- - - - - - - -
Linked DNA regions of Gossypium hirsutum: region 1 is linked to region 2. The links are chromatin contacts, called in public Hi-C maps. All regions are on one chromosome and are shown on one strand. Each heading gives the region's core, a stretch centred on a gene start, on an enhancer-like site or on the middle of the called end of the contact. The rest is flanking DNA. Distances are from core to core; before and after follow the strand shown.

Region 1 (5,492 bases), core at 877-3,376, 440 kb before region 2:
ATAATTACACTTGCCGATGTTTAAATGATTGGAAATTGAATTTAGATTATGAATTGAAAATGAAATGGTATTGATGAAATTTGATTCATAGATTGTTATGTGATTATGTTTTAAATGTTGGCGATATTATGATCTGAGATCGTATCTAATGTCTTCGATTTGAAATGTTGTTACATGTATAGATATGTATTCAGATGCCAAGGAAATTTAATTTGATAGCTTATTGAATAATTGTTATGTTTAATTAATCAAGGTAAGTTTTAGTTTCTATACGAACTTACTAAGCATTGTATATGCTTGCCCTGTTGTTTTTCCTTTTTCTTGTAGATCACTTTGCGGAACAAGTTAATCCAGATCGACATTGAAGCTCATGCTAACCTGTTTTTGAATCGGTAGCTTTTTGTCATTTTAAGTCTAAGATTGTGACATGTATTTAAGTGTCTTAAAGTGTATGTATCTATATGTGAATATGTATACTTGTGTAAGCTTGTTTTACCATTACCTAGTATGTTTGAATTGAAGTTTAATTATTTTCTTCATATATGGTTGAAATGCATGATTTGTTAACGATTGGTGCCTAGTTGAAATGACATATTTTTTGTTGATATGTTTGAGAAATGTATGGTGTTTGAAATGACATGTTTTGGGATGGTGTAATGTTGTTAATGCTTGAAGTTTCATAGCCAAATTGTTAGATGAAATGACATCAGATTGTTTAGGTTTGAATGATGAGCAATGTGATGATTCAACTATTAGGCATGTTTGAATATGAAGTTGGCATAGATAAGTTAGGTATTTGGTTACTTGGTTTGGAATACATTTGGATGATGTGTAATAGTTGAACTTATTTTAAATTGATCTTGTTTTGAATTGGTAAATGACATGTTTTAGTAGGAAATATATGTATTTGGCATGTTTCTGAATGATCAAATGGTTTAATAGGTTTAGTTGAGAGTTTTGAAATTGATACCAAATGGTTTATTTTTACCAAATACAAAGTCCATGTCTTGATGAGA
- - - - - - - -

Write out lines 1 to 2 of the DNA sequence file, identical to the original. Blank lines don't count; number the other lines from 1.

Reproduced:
Linked DNA regions of Gossypium hirsutum: region 1 is linked to region 2. The links are chromatin contacts, called in public Hi-C maps. All regions are on one chromosome and are shown on one strand. Each heading gives the region's core, a stretch centred on a gene start, on an enhancer-like site or on the middle of the called end of the contact. The rest is flanking DNA. Distances are from core to core; before and after follow the strand shown.

Region 1 (5,492 bases), core at 877-3,376, 440 kb before region 2: